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  1. Related Articles An empirically generated responder definition for rosacea treatment. Clin Cosmet Investig Dermatol. 2017;10:347-352 Authors: Staedtler G, Shakery K, Endrikat J, Nkulikiyinka R, Gerlinger C Abstract OBJECTIVE: The aim of this study was to empirically generate a responder definition for the treatment of papulopustular rosacea. METHODS: A total of 8 multicenter clinical studies on patients with papulopustular facial rosacea were analyzed. All patients were treated with azelaic acid and/or comparator treatments. The severity of rosacea was described by the Investigator Global Assessment (IGA) and the number of lesions. Patients with the IGA score of "clear/minimal" were considered as responders, and those staying in the range of IGA "mild to severe" as nonresponders. The respective number of lesions was determined. RESULTS: A total of 2,748 patients providing 12,410 measurements were included. After treatment, responders showed 2.23±2.48 lesions (median 2 lesions [0-3]), and nonresponders showed 13.74±10.40 lesions (median 12 lesions [6-18]). The optimal cutoff point between both groups was 5.69 lesions. CONCLUSION: The calculated cutoff point of 5.69 lesions allows discrimination of responders (5 or less remaining lesions) and nonresponders (6 or more remaining lesions) of therapeutic interventions in rosacea. PMID: 28932125 [PubMed] {url} = URL to article
  2. The relationship between migraine and rosacea: Systematic review and meta-analysis. Cephalalgia. 2017 Jan 01;:333102417731777 Authors: Christensen CE, Andersen FS, Wienholtz N, Egeberg A, Thyssen JP, Ashina M Abstract Objective To systematically review the association between migraine and rosacea. Background Migraine is a complex disorder with episodes of headache, nausea, photo- and phonophobia. Rosacea is an inflammatory skin condition with flushing, erythema, telangiectasia, papules, and pustules. Both are chronic disorders with exacerbations of symptoms almost exclusively in areas innervated by the trigeminal nerve. Previous studies found an association between these disorders. We review these findings, provide a meta-analysis, and discuss possible pathophysiological commonalities. Methods A search through PubMed and EMBASE was undertaken for studies investigating the association between all forms of migraine and rosacea published until November 2016, and meta-analysis of eligible studies. Results Nine studies on eight populations were identified. Studies differed in methodology and diagnostic process, but all investigated co-occurrence of migraine and rosacea. Four studies were eligible for meta-analysis, resulting in a pooled odds ratio of 1.96 (95% confidence interval 1.41-2.72) for migraine in a rosacea population compared to a non-rosacea population. Conclusion Our meta-analysis confirmed an association in occurrence of migraine and rosacea. Future studies should specifically investigate possible shared pathophysiological mechanisms between the two disorders. PMID: 28920449 [PubMed - as supplied by publisher] {url} = URL to article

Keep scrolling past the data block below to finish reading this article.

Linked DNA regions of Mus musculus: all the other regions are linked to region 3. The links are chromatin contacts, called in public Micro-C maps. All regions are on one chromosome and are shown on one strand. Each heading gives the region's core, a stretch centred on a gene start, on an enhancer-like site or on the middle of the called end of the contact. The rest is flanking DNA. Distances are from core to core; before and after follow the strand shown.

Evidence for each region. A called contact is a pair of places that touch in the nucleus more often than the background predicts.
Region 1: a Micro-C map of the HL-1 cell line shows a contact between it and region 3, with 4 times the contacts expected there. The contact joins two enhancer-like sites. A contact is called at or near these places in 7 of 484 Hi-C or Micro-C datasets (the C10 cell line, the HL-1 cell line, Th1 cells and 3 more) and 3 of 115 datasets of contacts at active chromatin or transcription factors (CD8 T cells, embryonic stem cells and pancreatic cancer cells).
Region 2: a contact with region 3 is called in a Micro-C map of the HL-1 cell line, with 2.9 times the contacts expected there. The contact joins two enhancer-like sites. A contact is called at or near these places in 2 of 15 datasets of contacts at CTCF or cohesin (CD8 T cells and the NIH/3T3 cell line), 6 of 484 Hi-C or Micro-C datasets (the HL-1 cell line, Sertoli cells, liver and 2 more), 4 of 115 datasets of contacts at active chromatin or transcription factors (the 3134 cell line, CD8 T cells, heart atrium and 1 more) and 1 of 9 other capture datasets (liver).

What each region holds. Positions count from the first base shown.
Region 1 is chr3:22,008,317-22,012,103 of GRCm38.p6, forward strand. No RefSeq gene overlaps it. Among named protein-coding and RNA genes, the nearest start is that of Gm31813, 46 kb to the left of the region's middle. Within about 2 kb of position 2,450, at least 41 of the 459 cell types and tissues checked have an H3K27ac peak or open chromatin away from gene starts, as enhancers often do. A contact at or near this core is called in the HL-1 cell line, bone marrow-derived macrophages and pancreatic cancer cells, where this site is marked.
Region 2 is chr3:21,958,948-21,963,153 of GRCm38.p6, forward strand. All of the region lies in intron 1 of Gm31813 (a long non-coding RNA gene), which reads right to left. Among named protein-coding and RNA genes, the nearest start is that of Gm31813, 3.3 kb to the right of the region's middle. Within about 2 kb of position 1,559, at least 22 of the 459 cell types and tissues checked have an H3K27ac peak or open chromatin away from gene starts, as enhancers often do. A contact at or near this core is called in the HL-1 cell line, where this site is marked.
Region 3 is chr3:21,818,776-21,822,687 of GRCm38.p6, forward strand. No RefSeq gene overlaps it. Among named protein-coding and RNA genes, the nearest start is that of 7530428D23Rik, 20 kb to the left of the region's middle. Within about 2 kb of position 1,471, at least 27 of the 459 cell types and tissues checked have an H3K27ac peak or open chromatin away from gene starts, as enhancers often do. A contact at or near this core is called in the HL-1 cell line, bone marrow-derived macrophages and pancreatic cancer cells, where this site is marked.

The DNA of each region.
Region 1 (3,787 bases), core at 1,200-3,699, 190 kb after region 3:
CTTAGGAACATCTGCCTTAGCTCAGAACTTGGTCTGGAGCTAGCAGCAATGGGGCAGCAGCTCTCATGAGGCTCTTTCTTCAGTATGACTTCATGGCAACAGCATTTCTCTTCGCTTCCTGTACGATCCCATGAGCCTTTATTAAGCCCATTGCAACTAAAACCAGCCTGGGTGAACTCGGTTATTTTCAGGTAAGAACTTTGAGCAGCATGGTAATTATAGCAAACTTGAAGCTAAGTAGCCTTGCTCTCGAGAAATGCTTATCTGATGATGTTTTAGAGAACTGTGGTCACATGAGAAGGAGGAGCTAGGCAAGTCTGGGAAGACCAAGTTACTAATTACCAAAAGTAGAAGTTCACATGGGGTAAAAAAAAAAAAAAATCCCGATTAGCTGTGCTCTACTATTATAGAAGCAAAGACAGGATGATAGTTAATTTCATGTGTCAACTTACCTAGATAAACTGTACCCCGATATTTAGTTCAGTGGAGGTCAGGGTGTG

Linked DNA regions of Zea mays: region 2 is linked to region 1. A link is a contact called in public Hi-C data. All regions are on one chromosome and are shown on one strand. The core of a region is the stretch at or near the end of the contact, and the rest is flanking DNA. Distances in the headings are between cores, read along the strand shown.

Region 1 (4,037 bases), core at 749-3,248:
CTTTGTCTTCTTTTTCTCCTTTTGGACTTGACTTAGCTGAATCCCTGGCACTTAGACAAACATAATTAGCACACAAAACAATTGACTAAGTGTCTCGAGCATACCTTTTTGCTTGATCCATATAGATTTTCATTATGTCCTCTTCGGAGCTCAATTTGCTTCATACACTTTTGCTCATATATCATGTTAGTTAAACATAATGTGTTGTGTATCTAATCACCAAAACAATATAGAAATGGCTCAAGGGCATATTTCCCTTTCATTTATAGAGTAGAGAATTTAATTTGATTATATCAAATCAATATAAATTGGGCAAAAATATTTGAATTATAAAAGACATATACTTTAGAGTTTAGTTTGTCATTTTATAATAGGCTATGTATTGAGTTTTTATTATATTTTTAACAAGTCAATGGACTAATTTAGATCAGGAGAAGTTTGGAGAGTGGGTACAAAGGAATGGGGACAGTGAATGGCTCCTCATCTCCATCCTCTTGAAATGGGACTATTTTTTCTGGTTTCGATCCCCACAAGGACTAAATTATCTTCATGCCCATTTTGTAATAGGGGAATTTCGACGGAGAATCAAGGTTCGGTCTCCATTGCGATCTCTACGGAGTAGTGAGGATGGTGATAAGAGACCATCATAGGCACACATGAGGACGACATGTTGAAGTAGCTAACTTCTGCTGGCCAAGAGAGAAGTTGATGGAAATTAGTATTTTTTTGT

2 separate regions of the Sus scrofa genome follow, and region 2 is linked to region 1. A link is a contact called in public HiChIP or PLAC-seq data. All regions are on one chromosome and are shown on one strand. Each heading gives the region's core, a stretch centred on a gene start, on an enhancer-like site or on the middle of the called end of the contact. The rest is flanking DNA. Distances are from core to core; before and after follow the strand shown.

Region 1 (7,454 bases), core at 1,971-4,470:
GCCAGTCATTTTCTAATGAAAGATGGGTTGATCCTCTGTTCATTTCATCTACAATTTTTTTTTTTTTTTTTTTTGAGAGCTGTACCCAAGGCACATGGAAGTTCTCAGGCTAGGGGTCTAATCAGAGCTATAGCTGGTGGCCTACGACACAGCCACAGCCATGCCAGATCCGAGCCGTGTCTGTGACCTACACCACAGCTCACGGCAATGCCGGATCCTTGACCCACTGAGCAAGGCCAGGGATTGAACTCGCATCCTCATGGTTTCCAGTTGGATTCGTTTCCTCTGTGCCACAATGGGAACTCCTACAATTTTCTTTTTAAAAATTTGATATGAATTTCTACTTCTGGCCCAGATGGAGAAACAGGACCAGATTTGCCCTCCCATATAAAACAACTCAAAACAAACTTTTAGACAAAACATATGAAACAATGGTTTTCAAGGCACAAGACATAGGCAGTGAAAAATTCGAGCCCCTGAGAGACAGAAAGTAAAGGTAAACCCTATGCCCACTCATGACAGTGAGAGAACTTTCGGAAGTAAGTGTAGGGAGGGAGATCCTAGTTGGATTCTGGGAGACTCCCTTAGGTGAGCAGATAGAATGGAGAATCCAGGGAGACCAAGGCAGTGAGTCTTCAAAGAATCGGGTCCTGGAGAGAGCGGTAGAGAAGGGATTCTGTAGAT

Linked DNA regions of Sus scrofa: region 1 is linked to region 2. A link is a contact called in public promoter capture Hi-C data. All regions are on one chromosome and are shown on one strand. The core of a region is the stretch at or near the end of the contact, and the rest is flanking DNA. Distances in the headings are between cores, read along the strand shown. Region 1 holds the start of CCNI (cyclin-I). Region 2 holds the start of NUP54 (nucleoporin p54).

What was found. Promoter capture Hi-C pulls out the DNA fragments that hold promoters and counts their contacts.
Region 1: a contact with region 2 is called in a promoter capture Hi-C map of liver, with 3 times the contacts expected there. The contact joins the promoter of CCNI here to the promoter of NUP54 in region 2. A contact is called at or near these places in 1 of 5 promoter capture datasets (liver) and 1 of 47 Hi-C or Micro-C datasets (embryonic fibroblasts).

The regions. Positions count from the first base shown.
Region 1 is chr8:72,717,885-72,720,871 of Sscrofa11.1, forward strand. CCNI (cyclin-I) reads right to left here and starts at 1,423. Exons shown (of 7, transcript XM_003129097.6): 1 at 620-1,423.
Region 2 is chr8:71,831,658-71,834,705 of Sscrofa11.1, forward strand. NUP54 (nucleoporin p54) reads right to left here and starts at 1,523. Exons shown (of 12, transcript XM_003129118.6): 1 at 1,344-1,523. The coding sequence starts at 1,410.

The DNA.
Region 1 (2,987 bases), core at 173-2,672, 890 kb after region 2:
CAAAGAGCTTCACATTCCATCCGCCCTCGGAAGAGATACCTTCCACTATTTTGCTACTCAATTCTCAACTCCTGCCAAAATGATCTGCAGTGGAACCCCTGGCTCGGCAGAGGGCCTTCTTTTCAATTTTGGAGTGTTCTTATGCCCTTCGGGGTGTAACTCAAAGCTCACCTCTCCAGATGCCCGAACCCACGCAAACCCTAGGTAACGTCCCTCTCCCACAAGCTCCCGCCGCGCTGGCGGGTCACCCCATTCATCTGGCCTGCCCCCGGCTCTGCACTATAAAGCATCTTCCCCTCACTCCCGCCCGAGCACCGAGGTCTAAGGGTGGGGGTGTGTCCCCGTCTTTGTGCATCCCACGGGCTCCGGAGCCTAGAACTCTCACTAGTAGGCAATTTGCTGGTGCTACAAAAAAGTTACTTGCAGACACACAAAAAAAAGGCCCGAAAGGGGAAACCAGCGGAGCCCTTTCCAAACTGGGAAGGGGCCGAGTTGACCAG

3. Related Articles Painful subcutaneous nodules in a patch of livedo reticularis. Int J Dermatol. 2017 Mar;56(3):e44-e46 Authors: Barnes P, Chapman C, Fett N PMID: 27496315 [PubMed - indexed for MEDLINE] {url} = URL to article